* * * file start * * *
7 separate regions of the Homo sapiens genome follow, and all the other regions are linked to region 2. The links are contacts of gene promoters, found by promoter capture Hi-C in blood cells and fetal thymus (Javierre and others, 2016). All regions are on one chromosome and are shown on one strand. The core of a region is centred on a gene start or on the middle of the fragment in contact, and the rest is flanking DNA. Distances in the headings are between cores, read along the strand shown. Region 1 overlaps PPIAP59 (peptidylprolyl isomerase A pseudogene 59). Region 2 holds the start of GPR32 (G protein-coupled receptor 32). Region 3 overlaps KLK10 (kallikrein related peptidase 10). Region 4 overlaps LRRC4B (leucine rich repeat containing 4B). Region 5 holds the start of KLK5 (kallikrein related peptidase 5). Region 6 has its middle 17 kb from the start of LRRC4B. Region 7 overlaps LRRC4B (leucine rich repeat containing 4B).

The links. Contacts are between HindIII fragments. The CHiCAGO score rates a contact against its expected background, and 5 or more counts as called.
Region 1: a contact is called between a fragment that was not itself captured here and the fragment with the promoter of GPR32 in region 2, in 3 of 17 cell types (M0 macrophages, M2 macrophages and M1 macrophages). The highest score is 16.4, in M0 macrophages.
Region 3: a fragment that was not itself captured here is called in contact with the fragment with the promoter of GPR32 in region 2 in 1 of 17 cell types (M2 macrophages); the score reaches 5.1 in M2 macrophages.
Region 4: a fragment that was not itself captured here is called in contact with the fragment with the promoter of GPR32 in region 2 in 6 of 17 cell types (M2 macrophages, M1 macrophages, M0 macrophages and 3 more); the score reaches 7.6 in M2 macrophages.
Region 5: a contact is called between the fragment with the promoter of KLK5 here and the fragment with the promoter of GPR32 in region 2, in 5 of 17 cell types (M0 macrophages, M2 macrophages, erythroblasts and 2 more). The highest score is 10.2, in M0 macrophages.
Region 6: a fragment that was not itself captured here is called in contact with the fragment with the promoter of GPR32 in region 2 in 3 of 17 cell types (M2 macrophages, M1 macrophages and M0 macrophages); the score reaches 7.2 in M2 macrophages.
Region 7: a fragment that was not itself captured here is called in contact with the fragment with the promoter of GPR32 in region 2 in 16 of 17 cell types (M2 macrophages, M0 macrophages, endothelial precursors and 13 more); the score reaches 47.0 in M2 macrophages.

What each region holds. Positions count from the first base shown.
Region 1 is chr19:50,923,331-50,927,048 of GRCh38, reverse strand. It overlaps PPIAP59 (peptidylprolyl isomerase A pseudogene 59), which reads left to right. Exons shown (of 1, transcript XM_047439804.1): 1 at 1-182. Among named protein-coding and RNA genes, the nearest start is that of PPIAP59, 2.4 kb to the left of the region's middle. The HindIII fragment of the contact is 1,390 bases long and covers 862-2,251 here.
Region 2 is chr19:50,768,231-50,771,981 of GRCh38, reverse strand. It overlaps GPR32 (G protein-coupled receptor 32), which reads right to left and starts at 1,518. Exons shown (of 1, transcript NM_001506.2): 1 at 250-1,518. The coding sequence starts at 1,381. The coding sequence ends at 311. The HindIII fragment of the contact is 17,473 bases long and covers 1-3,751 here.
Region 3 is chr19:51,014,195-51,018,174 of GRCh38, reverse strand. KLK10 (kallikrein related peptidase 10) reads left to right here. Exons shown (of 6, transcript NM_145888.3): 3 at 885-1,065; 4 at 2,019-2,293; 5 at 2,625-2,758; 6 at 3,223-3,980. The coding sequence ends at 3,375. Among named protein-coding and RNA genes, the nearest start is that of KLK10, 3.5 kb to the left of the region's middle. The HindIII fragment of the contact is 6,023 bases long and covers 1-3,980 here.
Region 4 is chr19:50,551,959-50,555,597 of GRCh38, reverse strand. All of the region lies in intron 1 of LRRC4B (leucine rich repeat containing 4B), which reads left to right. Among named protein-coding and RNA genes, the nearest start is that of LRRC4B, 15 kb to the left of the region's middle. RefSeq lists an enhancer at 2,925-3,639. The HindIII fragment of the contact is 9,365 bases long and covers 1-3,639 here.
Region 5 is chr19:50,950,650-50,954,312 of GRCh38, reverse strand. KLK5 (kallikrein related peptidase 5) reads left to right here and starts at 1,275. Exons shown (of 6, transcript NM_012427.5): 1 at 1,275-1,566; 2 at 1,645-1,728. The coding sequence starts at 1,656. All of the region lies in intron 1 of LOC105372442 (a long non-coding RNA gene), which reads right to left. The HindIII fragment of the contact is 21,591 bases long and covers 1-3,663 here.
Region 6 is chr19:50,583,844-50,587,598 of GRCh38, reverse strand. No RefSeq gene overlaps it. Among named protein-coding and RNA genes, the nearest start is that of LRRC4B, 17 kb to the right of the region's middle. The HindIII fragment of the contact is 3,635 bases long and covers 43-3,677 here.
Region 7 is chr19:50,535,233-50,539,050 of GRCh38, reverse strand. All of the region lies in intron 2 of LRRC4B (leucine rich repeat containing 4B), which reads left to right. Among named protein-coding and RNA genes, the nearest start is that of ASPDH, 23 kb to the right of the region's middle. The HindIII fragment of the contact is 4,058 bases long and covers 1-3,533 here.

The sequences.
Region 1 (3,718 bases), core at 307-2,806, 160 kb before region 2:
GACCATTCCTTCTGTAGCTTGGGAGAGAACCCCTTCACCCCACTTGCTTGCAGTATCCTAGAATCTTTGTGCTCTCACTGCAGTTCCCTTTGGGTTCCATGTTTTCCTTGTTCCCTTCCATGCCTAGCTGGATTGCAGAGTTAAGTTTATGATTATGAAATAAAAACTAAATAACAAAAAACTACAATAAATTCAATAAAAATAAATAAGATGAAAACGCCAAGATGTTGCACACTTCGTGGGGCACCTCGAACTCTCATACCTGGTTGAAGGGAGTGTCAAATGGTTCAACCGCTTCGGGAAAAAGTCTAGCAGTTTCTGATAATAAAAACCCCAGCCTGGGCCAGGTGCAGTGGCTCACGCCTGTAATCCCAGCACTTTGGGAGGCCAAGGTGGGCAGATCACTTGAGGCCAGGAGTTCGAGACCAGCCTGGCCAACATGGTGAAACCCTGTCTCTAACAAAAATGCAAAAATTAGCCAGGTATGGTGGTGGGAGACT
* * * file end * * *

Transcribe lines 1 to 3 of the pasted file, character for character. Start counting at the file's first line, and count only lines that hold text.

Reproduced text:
7 separate regions of the Homo sapiens genome follow, and all the other regions are linked to region 2. The links are contacts of gene promoters, found by promoter capture Hi-C in blood cells and fetal thymus (Javierre and others, 2016). All regions are on one chromosome and are shown on one strand. The core of a region is centred on a gene start or on the middle of the fragment in contact, and the rest is flanking DNA. Distances in the headings are between cores, read along the strand shown. Region 1 overlaps PPIAP59 (peptidylprolyl isomerase A pseudogene 59). Region 2 holds the start of GPR32 (G protein-coupled receptor 32). Region 3 overlaps KLK10 (kallikrein related peptidase 10). Region 4 overlaps LRRC4B (leucine rich repeat containing 4B). Region 5 holds the start of KLK5 (kallikrein related peptidase 5). Region 6 has its middle 17 kb from the start of LRRC4B. Region 7 overlaps LRRC4B (leucine rich repeat containing 4B).

The links. Contacts are between HindIII fragments. The CHiCAGO score rates a contact against its expected background, and 5 or more counts as called.
Region 1: a contact is called between a fragment that was not itself captured here and the fragment with the promoter of GPR32 in region 2, in 3 of 17 cell types (M0 macrophages, M2 macrophages and M1 macrophages). The highest score is 16.4, in M0 macrophages.